• The Curator

Christopher Nolan’s Memento

A person's identity is a combination of where they're situated in the world around them and how they react to it. Except, those two things don't stay constant over time. What is it that makes me continue to be me, even as I keep changing? If it's the continuity of memory, the fact that I mostly remember being the me from the recent past, then those who lack this continuity might be entirely different people every few minutes.

The Nolan brothers dig deep into this idea with Memento, through both form and plot. Plot because the protagonist, Leonard Shelby, cannot form long term memories, often finding himself in situations he doesn't know how he got himself into. Form because the main plot of the film is presented in reverse chronological order, so we're just as lost as he is. In the absence of memories to rely on, our protagonist uses other tools such as written notes to be able to make sense of the world around him, so his identity now relies on these tools as much as ours relies on our memories. Over the course of the film, we see these tools manipulated to give us many different Leonards based on what guiding notes he has available at the time, but accustomed as we are to character continuity in film, we think to ourselves, "I know him better than he does, I can know who he is as a person once I've unraveled enough of his past, I don't have to rely on notes." The film, as one would expect from a Nolan, shoots that idea down and then some.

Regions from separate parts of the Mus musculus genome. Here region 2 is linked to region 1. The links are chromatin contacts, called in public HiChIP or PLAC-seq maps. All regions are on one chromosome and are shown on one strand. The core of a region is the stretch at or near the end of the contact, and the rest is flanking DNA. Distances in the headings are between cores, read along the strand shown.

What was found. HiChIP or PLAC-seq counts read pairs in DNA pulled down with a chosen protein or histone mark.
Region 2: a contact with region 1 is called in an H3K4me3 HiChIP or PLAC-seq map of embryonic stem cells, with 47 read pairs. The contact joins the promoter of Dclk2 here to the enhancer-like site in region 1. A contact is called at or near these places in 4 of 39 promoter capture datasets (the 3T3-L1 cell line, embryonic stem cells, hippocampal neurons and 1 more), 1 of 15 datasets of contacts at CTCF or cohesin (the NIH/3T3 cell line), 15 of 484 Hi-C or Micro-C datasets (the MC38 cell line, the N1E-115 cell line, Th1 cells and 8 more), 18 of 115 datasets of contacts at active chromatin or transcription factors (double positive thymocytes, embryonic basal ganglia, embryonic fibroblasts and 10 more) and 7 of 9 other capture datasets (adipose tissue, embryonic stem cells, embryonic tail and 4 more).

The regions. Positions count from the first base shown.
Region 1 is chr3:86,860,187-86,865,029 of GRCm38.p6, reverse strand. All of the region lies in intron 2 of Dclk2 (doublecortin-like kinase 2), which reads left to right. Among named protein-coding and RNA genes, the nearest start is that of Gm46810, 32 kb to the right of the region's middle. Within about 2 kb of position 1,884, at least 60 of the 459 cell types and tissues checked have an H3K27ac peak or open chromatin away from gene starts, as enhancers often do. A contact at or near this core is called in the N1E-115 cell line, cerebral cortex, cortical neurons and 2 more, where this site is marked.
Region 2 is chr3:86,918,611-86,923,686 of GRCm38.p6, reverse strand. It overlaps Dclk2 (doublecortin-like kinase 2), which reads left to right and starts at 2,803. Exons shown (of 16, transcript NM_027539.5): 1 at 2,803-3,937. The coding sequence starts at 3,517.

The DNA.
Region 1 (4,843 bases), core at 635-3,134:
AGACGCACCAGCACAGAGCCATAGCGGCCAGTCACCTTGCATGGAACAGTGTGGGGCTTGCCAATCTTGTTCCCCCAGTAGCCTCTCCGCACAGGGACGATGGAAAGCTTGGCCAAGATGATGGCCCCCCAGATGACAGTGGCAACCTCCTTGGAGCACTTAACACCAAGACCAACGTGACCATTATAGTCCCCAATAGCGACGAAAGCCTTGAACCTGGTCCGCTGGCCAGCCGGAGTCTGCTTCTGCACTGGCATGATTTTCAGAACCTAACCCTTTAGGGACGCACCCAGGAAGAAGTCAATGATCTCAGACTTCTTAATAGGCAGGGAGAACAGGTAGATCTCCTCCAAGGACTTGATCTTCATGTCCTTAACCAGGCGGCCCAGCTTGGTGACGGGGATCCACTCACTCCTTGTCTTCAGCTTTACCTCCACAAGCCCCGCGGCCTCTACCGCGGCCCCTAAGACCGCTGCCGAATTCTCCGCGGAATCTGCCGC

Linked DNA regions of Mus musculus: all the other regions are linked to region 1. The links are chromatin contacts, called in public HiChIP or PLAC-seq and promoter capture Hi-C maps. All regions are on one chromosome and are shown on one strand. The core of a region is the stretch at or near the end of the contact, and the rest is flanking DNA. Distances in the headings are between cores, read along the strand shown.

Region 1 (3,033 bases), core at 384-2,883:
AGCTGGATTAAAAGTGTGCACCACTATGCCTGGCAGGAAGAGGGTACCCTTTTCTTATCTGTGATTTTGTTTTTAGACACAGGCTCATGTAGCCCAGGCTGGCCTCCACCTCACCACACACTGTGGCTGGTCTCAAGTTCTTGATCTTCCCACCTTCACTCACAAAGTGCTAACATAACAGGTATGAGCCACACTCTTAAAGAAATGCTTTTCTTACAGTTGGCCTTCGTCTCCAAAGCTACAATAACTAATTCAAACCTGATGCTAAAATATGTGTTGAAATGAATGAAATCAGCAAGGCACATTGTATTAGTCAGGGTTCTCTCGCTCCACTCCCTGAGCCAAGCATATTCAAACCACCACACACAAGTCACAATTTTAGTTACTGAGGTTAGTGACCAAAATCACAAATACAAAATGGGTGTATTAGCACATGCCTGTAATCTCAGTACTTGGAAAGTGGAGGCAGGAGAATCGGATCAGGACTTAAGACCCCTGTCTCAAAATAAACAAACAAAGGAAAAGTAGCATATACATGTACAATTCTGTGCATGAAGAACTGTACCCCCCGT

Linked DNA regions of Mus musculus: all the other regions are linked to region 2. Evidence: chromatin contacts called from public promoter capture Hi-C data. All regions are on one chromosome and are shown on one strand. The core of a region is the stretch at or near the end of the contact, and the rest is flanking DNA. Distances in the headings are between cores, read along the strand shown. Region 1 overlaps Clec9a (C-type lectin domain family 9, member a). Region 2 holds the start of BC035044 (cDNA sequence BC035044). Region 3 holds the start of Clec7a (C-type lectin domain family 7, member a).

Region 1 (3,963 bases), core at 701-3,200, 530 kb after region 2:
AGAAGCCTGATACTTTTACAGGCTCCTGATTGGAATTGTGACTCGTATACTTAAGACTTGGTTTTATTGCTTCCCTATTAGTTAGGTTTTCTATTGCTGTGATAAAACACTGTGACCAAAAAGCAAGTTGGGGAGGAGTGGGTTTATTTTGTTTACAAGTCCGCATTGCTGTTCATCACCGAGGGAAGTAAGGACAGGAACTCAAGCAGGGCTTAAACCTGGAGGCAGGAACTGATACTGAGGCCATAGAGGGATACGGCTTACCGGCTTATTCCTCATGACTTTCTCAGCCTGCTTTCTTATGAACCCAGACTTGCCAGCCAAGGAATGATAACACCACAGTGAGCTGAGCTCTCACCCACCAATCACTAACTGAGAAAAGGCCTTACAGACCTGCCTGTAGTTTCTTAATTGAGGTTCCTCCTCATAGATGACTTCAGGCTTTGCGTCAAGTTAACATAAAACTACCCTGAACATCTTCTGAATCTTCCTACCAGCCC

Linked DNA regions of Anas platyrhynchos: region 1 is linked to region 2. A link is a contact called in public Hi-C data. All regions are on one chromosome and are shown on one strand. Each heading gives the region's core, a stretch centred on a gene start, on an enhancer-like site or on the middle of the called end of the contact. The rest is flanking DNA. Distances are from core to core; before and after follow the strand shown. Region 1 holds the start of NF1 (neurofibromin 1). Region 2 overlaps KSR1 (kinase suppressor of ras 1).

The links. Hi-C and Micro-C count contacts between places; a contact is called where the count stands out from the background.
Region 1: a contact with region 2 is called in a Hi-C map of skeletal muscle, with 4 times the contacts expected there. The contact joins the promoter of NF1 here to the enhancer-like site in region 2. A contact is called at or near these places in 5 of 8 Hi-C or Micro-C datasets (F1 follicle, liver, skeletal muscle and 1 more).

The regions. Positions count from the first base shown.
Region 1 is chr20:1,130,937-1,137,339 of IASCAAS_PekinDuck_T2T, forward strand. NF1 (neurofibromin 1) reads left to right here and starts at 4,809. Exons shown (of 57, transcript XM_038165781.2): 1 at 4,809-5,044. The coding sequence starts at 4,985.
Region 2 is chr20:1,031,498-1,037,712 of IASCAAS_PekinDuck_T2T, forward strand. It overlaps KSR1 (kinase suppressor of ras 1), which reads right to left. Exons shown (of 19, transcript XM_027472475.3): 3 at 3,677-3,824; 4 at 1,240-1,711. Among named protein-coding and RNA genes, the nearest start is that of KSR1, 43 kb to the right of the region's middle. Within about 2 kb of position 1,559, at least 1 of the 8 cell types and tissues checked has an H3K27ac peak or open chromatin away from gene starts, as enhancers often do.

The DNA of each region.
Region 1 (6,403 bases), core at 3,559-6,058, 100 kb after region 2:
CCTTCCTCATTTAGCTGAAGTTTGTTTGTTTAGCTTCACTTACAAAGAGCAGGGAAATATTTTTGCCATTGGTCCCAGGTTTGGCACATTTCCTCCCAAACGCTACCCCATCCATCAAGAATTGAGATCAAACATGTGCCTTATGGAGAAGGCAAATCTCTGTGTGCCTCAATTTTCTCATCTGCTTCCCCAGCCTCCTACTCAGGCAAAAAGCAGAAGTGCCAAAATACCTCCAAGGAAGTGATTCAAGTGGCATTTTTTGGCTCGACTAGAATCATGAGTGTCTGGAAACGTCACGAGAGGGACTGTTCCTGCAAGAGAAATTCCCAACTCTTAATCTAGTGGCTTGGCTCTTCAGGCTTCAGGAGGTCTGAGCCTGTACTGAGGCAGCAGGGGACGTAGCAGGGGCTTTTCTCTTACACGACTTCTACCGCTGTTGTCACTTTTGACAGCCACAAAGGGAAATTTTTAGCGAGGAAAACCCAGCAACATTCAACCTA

A first viewing of the film leads the viewer to keep asking themselves, "who is Leonard Shelby?" By the end of the film, as we get into morally murky territory, we ask "Is Leonard Shelby a good person?" But the more we think about the film, the more we re-watch it, those questions disappear, and Leonard stops being one person, and becomes many. Some Leonards are kind, others are monsters. I myself could be a much better or worse person if my current set of memories and reliable sources was replaced with a different set. The Nolans won't tell us what to do with this realization. It can scare me to think that all my values are contingent, it can be liberating to think that all I can really expect of myself is to do the best with what I have, that's up to me. But all that armchair philosophizing only begins where Memento ends.

By Utkarsh Bansal


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